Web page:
Overall leasing activity in the Calgary retail market has reached its pre-pandemic level.
A report by commercial real estate firm JLL said the strong leasing activity that started in 2021 has continued into 2022 and local retailers remain optimistic about increased future sales fuelled by pent-up demand.
“Asking rents are trending upwards. Q1 2022 rents have seen a 15 per cent increase from Q1 2020. Effective rents are rising as well, but they remain down from pre-pandemic levels. Notably, several fast-food operators are bidding on similar spaces driving rates up,” said the report.
“There has been a strong net positive absorption this year in tandem with a surge in deliveries. While new construction is adding retail inventory to the market, a lot of these spaces have already been absorbed through pre- leasing. Percentage of available space remains flat even with the positive net absorption. General retail has contributed most to this positive absorption.
“Tenants are searching through existing inventory and future development opportunities to expand their businesses, particularly in the suburbs. With a tighter market, rental rates are expected to continue their upward trajectory in the short term.”
Ron Odagaki, Senior Sales Associate, Retail with JLL, described the market in Calgary as having sustained demand.
“2021 was the turning point. There’s still a positive trend from the beginning of 2022. There’s still pent-up demand I believe from retailers and from consumers,” he said.
“I think that continues from a leasing perspective. You’re still seeing an upward pressure on rental rates and a downward pressure on vacancy.”
Total inventory of retail space in the Calgary market is 74.9 million square feet with 1.6 million square feet under construction. Total availability is about 4.2 per cent, which is up from 3.1 per cent in 2019 after peaking at 4.6 per cent in 2020.
The JLL report said the market is seeing retailer leasing demand that is higher in the suburbs but lower downtown as foot traffic in the downtown core hasn’t yet returned to pre-pandemic norms. With employees starting to return to office environments, we should see more sustained traffic patterns in the downtown core and consequently higher demand, it said.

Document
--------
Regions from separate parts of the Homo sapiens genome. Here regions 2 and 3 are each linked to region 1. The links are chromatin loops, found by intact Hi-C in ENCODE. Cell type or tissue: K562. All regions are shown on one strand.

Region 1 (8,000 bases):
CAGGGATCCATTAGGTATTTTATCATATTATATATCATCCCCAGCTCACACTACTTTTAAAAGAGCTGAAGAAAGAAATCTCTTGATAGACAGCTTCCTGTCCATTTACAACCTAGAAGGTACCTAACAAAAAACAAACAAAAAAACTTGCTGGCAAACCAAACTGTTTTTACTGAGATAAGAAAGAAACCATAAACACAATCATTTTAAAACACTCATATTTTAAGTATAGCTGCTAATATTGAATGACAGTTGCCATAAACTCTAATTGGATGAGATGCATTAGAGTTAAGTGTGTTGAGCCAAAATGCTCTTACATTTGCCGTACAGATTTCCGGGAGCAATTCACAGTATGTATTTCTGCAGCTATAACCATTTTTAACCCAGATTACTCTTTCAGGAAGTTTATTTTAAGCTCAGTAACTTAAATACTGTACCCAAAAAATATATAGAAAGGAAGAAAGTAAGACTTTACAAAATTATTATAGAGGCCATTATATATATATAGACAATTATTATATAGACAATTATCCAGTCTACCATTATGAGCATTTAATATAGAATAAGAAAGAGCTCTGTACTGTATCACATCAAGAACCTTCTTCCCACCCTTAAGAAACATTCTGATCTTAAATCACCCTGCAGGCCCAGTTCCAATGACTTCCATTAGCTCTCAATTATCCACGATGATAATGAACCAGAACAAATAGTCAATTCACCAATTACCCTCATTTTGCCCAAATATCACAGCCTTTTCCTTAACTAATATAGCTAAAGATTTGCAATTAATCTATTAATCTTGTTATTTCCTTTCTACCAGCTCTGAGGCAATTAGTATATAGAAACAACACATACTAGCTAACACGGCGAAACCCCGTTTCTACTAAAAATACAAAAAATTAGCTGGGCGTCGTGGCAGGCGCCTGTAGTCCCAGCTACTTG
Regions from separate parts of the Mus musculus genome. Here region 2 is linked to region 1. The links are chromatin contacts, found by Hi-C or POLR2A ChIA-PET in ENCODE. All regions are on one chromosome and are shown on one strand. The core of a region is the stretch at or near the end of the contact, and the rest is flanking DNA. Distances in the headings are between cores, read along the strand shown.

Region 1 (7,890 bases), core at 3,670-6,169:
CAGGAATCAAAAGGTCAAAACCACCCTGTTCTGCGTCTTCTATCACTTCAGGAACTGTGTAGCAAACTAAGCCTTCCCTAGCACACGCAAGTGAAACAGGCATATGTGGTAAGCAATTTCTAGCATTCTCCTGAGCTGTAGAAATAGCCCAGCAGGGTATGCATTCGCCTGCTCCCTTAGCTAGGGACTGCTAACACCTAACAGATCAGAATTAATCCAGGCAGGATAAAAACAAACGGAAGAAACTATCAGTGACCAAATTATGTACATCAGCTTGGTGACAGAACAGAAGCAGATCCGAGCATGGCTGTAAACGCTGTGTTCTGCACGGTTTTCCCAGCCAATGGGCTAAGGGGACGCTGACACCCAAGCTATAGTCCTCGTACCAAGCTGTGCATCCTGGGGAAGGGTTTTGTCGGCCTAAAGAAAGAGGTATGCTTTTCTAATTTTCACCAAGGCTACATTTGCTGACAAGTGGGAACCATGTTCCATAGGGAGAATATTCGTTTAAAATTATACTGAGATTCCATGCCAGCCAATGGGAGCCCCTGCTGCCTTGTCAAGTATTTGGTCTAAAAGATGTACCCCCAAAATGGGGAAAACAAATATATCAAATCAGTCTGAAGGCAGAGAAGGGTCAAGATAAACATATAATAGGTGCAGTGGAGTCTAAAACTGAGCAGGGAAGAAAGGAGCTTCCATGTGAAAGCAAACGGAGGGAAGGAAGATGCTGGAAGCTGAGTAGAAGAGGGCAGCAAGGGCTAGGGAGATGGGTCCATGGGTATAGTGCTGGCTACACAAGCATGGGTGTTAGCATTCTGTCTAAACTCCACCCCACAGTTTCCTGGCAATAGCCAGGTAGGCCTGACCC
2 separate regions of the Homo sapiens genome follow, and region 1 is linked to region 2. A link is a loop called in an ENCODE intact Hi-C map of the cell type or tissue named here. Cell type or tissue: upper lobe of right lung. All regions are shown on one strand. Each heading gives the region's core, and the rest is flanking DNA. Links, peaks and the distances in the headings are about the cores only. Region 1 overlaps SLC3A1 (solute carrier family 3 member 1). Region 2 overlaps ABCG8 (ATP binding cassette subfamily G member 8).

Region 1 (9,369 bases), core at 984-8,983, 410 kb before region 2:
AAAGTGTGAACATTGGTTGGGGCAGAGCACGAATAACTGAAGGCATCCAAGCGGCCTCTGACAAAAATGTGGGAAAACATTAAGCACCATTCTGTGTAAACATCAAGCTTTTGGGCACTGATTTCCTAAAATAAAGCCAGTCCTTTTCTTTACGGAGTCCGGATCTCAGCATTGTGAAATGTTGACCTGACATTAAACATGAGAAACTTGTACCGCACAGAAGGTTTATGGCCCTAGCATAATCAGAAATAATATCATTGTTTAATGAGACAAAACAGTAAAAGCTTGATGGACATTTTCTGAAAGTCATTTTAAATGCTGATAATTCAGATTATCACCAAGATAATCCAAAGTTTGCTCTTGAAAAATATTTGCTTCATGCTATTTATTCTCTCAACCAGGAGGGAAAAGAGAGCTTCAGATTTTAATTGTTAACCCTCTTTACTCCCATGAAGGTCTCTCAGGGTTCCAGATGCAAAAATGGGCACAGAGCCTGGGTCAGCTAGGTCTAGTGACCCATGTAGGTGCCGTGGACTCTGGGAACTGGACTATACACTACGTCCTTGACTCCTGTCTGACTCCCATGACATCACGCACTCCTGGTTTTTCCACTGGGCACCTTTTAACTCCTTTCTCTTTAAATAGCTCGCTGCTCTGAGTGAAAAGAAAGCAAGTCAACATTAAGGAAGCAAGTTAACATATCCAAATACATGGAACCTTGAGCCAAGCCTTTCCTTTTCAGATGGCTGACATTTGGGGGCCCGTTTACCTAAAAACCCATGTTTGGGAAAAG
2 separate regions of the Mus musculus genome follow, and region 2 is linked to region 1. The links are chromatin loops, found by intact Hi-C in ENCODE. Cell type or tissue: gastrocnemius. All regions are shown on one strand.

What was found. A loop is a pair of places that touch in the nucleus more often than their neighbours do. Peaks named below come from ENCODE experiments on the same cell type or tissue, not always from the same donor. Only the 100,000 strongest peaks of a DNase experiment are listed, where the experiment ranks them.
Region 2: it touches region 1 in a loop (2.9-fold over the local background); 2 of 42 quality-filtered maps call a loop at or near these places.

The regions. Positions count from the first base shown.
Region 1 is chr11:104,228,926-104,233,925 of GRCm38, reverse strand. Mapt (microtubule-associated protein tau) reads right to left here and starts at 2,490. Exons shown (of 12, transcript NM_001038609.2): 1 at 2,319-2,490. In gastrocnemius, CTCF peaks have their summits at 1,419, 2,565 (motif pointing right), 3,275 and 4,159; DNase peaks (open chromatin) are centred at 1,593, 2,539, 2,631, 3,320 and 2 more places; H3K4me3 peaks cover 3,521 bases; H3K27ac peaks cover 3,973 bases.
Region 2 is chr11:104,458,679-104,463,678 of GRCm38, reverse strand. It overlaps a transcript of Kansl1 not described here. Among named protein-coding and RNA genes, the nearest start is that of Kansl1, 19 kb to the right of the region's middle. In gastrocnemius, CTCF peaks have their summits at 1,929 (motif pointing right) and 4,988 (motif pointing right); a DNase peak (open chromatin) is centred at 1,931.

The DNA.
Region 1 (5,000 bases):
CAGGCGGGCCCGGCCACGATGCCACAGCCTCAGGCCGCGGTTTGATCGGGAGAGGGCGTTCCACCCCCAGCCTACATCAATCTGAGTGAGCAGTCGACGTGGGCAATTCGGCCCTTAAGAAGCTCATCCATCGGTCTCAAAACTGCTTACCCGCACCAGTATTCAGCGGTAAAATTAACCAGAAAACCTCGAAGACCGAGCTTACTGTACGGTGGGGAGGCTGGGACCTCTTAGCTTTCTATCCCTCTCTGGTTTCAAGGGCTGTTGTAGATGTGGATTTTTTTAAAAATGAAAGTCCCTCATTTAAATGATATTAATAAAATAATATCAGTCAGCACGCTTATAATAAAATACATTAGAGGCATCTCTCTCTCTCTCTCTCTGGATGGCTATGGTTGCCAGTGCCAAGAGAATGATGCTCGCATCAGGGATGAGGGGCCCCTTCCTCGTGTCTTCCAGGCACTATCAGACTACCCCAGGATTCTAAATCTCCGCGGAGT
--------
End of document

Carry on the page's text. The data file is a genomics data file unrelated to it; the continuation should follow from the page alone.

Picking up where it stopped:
“We’re not out of the woods yet. We’re not at the 2019 traffic yet. Have we reached an equilibrium on what the downtown looks like today as for hybrid working models, full-time back to the office?,” said Odagaki. “And then the question about the current vacancy. The vacancy is improving but where does that equilibrium get to? I don’t think we’re there yet.
“There is this optimism but there’s still this wait and see from a number of retailers.”
Of the major retail corridors, the fastest recovery is along 17th Avenue and on 4th Street. Traffic is returning to these nodes, and the retail vacancy rate has plateaued but isn’t yet starting to decline, said the JLL report, adding that Calgary has regained foot traffic better than many other cities including Ottawa, Montreal, and Toronto.
Vacancy rates have continued to be high in areas in the downtown core. Beltline, Central Core South, Central Court North, and East Village have vacancy rates of 5.8 per cent, 6.1 per cent, 6.7 per cent, and 11.5 per cent, respectively. Outside the downtown core, vacancy has been under four per cent, it said.
“With its anticipated population growth, Calgary stands as a significant market for retail expansion. Relaxation of physical store restrictions, higher personal savings levels, and increased consumer confidence have pushed demand for spending,” said JLL. “We’ve seen a spending shift from categories such as home furnishing and home improvement to travel and entertainment. As festivals, conferences, and cultural events resume, tourism spending should also return and contribute to Calgary’s retail sales.”
Odagaki said the vacancy rate, particularly in the downtown, did not reach the level many people might have expected considering the challenging economic times and public health restrictions of the past two years.
He said a combination of landlords assisting retailers as well as government support was helpful in keeping the retail vacancy rate at a lower level.
“Through the times that retailers had to be closed, a number of categories found other alternatives to get their products to market be it online, curbside, when they were allowed to open,” added Odagaki. “A lot of different ways so retailers were not completely shut down and still able to provide goods or services.
“That has played a factor in why the vacancy hasn’t really fluctuated as much as maybe some had expected. And as we come back to recovery, the retailers are now finding it as getting back to normal in terms of selling practices again.”